The Cyrus Cylinder, sometimes referred to as the first “bill of human rights,” traces its origins to the Persian king Cyrus the Great’s (ca. 580 – 530 B.C.E.) conquest of Babylon in the sixth century B.C. Almost 2,600 years later, its remarkable legacy continues to shape contemporary political debates, cultural rhetoric and philosophy. The origins of this baked clay object, which was buried as a foundation deposit, can be traced to the Persian king Cyrus the Great’s conquest of Babylon in the sixth century BCE. He encouraged Jews to return to Jerusalem and build the second temple, which earned him the title “shepherd of God” and even the “Lord’s anointed” (Messiah) in the Book of Isaiah. Although the Cylinder was not discovered until 1879, Cyrus’s support for religious tolerance has inspired generations of philosophers, rulers, and statesmen.
The Cylinder—a football-sized, barrel-shaped clay object covered in Babylonian cuneiform, one of the earliest written languages—announced Cyrus’ victory and his intention to allow freedom of worship to communities displaced by the defeated ruler Nabonidus. At the time, such declarations were not uncommon, but Cyrus’ was unique in its nature and scope. When contextualized with other contemporary sources, such as the Bible’s Book of Ezra, it becomes evident that Cyrus allowed displaced Jews to return to Jerusalem.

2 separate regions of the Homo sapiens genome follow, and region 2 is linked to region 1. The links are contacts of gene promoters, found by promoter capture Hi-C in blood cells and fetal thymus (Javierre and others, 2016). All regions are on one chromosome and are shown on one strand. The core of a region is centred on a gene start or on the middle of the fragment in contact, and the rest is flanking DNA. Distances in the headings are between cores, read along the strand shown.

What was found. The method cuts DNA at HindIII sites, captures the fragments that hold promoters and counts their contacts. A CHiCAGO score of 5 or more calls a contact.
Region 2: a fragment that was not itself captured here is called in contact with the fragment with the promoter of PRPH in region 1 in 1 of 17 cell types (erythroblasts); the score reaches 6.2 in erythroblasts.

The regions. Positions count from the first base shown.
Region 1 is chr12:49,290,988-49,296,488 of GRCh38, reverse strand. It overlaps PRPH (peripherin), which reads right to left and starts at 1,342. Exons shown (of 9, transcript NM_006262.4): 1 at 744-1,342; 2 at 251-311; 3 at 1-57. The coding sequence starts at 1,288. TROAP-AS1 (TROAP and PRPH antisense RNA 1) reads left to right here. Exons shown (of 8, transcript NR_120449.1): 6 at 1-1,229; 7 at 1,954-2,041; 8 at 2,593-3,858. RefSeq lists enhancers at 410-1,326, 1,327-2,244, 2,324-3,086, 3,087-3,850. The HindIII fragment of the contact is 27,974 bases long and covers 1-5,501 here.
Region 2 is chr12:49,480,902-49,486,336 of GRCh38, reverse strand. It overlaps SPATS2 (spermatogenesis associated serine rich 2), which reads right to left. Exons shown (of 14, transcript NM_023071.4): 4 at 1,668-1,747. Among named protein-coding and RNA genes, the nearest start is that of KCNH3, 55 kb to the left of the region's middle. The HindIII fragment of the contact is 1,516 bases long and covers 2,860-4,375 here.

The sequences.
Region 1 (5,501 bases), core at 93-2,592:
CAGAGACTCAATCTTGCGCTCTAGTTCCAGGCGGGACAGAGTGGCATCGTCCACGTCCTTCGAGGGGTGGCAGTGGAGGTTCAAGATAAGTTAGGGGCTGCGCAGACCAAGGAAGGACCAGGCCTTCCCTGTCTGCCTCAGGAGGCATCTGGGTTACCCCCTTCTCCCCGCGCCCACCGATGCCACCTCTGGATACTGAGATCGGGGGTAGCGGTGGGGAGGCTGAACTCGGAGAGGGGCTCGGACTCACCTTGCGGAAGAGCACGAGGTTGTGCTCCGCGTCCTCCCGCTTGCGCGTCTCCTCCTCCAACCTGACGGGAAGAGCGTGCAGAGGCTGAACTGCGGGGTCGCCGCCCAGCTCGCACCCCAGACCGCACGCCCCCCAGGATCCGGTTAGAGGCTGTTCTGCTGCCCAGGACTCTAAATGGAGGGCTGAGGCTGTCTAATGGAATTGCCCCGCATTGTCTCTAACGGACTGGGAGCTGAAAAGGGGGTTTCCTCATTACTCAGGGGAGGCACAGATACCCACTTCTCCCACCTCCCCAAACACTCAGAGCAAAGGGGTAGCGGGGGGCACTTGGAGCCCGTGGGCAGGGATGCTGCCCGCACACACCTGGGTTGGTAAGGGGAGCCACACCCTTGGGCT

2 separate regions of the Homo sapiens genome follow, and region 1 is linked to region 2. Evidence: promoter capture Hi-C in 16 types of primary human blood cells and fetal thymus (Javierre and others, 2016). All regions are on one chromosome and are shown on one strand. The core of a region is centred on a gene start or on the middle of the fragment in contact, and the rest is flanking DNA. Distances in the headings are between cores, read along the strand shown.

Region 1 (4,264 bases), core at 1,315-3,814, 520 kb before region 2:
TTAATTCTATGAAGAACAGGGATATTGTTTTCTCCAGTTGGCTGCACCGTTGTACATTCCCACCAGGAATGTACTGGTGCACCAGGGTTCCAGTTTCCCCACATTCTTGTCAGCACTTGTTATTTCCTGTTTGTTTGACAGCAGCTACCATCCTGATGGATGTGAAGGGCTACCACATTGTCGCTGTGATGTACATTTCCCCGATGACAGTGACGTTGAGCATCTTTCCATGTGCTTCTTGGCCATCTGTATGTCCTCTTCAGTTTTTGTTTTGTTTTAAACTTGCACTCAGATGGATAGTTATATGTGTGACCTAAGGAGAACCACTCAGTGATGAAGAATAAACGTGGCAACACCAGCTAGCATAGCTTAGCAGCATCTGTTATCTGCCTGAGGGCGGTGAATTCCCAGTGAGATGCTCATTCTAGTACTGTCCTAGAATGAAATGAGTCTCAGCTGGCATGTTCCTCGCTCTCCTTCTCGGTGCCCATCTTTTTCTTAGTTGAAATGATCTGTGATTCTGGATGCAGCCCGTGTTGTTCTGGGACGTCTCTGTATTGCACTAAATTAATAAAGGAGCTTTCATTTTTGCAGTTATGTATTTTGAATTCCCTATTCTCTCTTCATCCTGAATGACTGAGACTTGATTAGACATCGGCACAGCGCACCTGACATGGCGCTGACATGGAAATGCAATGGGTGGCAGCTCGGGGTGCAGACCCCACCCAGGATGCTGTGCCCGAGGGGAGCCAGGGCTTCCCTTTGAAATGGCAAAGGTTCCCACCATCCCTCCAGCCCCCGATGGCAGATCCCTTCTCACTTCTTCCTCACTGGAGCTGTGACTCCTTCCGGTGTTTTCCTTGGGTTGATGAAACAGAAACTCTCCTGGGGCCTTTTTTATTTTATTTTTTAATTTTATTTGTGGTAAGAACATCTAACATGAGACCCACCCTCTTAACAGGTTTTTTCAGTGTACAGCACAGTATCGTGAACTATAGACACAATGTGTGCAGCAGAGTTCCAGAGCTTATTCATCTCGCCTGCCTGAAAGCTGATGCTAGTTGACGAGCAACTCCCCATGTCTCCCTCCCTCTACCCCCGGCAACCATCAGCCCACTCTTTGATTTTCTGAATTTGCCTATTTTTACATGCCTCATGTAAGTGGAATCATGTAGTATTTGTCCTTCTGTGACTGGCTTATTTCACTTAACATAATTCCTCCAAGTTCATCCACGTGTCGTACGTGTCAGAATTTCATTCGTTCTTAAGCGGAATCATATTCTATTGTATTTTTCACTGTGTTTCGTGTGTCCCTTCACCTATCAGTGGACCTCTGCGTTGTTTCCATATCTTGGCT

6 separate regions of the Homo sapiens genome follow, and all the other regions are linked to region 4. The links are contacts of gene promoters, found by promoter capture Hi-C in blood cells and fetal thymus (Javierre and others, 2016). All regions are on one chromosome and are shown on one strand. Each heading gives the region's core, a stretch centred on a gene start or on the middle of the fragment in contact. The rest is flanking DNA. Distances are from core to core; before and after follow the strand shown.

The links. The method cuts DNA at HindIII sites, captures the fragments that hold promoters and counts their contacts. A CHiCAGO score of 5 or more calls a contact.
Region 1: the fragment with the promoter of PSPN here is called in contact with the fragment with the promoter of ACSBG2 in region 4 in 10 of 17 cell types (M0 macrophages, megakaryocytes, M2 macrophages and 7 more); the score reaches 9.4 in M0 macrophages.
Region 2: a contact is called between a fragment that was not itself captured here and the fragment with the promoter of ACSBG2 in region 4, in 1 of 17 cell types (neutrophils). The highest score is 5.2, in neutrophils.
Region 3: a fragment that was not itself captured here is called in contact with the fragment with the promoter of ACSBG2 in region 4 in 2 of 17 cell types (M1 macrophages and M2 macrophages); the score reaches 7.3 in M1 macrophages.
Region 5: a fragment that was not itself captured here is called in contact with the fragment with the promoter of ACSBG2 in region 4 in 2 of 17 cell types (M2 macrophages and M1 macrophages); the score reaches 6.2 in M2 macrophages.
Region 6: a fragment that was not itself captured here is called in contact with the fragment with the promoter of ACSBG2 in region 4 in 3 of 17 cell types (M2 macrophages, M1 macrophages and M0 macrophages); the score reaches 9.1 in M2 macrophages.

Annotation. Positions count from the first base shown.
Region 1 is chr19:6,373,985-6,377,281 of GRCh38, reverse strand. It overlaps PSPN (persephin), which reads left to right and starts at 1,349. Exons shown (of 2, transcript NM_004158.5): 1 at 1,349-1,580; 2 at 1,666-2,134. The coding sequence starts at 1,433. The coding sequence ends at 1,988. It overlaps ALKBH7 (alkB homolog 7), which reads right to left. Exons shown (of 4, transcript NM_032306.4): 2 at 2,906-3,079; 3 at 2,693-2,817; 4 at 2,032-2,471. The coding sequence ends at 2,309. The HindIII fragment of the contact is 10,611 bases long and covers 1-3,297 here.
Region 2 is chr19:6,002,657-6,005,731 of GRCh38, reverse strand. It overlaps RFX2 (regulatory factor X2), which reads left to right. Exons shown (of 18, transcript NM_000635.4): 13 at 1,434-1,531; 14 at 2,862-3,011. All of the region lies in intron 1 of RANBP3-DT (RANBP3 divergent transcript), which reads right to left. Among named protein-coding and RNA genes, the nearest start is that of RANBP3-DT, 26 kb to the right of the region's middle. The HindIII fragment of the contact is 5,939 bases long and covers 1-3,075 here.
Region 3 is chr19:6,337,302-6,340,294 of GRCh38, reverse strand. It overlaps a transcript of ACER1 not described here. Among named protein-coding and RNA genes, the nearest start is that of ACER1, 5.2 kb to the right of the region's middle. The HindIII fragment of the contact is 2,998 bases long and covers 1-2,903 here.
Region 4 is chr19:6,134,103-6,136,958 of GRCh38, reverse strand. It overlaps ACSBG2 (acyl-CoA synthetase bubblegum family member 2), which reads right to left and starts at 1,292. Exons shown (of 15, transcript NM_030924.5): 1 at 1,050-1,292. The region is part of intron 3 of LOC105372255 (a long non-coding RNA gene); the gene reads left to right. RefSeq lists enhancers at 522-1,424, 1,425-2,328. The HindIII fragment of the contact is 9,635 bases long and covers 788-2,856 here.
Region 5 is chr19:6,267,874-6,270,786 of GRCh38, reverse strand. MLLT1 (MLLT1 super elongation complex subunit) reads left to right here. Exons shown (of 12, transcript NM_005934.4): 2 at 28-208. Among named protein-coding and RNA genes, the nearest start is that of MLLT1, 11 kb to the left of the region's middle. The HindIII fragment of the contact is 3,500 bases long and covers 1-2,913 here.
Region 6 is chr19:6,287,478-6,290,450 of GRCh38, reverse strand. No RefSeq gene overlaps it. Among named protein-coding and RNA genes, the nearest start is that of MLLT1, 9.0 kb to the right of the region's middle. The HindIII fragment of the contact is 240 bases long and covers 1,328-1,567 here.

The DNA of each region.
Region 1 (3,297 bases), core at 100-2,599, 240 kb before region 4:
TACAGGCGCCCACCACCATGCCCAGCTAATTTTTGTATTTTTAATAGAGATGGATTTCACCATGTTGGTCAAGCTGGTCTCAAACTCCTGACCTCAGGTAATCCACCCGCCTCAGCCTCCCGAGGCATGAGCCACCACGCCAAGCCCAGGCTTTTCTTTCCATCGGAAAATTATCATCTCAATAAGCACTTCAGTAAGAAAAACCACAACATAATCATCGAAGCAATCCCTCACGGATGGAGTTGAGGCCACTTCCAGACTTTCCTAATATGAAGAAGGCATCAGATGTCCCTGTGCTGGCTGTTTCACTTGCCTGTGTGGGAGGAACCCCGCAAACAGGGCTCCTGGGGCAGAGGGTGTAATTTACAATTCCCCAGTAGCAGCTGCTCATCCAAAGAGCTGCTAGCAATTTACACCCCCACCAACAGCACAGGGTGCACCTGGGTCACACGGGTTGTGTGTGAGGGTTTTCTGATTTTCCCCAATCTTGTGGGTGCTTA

The Babylonian scribe who engraved the Cylinder attributed Cyrus’ victory to the Babylonian god Marduk, a stroke of what could be considered royal and religious propaganda. In the fourth century B.C.E., the Greek historian Xenophon wrote Cyropaedia, a text that romanticizes the philosophies and education of Cyrus as the ideal ruler, which greatly influenced both Alexander the Great and, much later, Thomas Jefferson in his creation of the Declaration of Independence.
On loan from the British Museum, it is shown with a number of key items that offer insight into the religious, cultural, and linguistic traditions of the vast and powerful Achaemenid Empire (539 – 331 BCE) founded by Cyrus the Great.
Arthur M. Sackler Gallery Website